You’ve just written a book—congratulations! Now, before running off to the publisher, it might be a good idea to stop and think through your rights and how to protect them.
What is a copyright?
A copyright is the type of intellectual property protection given to works of art, literature, video, graphic design—expressions of an idea that have “original authorship” and have been fixed in a tangible medium.
Or, in English: something brand new (or enough of an innovation on something else to make it more than just a copy) that also exists: it has been drawn, recorded, typed, or otherwise set down; it can’t be just an idea in someone’s head
This protection is federally granted, and it’s automatic.
What rights does an author have?You quite literally have “rights” to your “copy,” rights that are exclusive to you (and those you authorize to exercise your rights). These exclusive rights include:
- the right to display or perform your work
- the right to make copies
- the right to distribute your work
- the right to any derivative works, or offshoots (like sequels or movie adaptations)
Except in certain cases, such as fair use, you are the only person in the world that can do anything you want with your own material.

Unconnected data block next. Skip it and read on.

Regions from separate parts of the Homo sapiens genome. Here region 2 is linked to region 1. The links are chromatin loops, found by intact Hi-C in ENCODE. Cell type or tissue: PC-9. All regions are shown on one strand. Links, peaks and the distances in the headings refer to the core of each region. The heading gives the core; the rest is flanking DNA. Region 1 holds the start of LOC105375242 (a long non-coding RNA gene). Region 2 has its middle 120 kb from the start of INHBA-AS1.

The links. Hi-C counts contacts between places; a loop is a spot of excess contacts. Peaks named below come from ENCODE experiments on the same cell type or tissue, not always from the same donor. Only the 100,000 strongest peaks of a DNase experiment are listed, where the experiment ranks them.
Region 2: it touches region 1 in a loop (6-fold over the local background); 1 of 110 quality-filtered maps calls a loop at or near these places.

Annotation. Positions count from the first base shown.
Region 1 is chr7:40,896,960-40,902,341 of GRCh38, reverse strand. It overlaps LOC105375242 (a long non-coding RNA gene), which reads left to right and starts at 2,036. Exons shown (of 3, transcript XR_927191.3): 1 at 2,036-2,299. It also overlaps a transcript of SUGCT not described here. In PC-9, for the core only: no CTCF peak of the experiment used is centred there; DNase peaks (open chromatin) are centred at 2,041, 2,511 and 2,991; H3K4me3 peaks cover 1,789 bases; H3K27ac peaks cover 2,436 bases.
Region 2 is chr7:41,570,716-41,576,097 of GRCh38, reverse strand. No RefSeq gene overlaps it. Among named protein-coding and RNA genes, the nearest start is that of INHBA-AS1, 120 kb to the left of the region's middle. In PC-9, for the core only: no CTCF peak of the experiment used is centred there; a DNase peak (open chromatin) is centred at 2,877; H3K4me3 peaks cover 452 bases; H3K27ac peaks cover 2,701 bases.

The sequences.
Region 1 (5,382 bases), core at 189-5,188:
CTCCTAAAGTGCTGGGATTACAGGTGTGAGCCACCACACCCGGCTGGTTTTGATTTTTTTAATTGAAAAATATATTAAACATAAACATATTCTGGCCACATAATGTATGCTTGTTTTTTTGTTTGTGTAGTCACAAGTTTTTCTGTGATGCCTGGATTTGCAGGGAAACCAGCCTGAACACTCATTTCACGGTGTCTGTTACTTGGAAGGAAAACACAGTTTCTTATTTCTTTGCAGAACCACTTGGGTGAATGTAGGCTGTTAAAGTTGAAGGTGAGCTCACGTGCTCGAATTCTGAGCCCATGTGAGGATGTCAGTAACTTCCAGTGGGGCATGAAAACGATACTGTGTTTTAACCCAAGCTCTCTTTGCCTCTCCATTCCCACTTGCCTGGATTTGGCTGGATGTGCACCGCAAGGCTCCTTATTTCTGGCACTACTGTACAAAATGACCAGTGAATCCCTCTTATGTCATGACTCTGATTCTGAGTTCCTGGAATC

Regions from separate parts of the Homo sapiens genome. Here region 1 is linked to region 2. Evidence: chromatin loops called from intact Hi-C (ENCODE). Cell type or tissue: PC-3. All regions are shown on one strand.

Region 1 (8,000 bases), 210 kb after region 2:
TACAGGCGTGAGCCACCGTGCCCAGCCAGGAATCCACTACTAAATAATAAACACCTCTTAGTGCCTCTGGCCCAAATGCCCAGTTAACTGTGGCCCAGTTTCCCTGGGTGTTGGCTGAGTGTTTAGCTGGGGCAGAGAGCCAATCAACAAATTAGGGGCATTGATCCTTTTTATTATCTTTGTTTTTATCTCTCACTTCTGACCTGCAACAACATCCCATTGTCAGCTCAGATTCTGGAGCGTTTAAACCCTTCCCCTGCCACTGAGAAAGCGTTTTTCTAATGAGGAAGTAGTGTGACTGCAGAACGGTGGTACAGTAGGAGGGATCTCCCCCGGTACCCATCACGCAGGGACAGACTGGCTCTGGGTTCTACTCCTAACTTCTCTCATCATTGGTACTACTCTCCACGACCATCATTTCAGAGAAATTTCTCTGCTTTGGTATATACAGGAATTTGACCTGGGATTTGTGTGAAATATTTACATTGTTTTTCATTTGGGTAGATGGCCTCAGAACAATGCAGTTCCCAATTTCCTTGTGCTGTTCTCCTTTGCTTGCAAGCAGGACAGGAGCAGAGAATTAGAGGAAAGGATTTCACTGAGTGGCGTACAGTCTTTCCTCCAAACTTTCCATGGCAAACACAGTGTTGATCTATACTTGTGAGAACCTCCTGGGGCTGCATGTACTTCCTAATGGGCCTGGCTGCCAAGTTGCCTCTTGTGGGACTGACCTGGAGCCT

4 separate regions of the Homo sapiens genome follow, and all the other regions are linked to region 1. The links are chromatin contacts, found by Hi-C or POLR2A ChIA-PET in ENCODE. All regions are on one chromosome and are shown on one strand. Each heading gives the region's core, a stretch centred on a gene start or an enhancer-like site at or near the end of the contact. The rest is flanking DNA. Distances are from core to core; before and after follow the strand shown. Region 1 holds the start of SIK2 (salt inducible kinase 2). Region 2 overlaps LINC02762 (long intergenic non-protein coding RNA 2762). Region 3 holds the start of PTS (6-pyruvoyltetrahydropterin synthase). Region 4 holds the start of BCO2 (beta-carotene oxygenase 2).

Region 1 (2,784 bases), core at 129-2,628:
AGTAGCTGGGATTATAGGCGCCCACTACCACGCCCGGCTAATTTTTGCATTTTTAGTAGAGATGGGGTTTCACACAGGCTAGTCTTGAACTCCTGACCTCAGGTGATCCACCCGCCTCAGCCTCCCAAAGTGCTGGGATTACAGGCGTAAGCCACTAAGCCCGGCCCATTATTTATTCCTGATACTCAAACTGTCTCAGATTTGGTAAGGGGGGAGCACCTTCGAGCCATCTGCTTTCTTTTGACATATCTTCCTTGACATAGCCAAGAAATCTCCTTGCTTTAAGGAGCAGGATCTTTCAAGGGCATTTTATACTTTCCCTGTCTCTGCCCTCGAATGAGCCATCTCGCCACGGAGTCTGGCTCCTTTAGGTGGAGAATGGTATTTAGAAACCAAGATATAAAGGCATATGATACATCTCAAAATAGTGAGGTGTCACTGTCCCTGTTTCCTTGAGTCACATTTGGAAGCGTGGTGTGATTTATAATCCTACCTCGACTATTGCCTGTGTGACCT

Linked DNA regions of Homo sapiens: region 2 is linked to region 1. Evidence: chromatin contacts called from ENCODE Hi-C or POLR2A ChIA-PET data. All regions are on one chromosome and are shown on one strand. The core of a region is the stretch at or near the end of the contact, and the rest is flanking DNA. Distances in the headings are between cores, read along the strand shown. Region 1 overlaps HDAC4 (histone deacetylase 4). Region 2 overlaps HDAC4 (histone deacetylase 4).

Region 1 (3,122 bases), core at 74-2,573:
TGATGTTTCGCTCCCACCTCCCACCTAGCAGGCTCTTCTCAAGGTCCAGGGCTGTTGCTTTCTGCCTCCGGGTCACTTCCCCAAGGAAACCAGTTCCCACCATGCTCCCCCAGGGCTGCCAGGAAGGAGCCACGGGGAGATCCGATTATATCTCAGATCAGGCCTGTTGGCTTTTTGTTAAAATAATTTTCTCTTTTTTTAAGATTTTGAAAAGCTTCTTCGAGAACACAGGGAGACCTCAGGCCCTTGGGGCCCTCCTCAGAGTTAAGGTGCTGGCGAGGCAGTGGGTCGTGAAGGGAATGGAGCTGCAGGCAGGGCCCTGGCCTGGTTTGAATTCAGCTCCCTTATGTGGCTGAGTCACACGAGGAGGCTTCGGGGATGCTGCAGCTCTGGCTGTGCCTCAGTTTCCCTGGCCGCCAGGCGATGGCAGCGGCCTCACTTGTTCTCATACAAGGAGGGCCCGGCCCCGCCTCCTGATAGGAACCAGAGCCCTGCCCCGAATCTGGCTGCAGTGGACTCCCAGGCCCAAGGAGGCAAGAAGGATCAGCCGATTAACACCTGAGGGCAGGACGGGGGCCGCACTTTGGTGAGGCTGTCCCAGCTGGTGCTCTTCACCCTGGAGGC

How do I register my book for a copyright?
You’ll need to provide certain information about your work, including:
- The author’s name
- The owner’s name (in case the author is not the owner)
- The title of the work
- The work itself
- The year it was completed
- The date and country of publication, if it has been published
- Optional public contact information
You can copyright your book either directly through the US Copyright Office, or you can let Click&Copyright do the work for you. Our copyrighting services start at $69 and include federal filing fees (unlike some of our competitors).
Do I have to register a copyright to be protected?
No, you don’t. Copyright exists from the moment you wrote the words in your book. But there are a few very good reasons to register your copyright with the US Copyright Office, including:
- You cannot file a lawsuit for copyright infringement unless you have an official registration
- If you do not register until after the infringement has taken place, you can only win damages (you’ll have to pay your own legal fees)
- Official registration creates a public record of your work, which can help others get into contact with you about licensing opportunities
- Rush filings, which you might need if a lawsuit is pending, cost over $700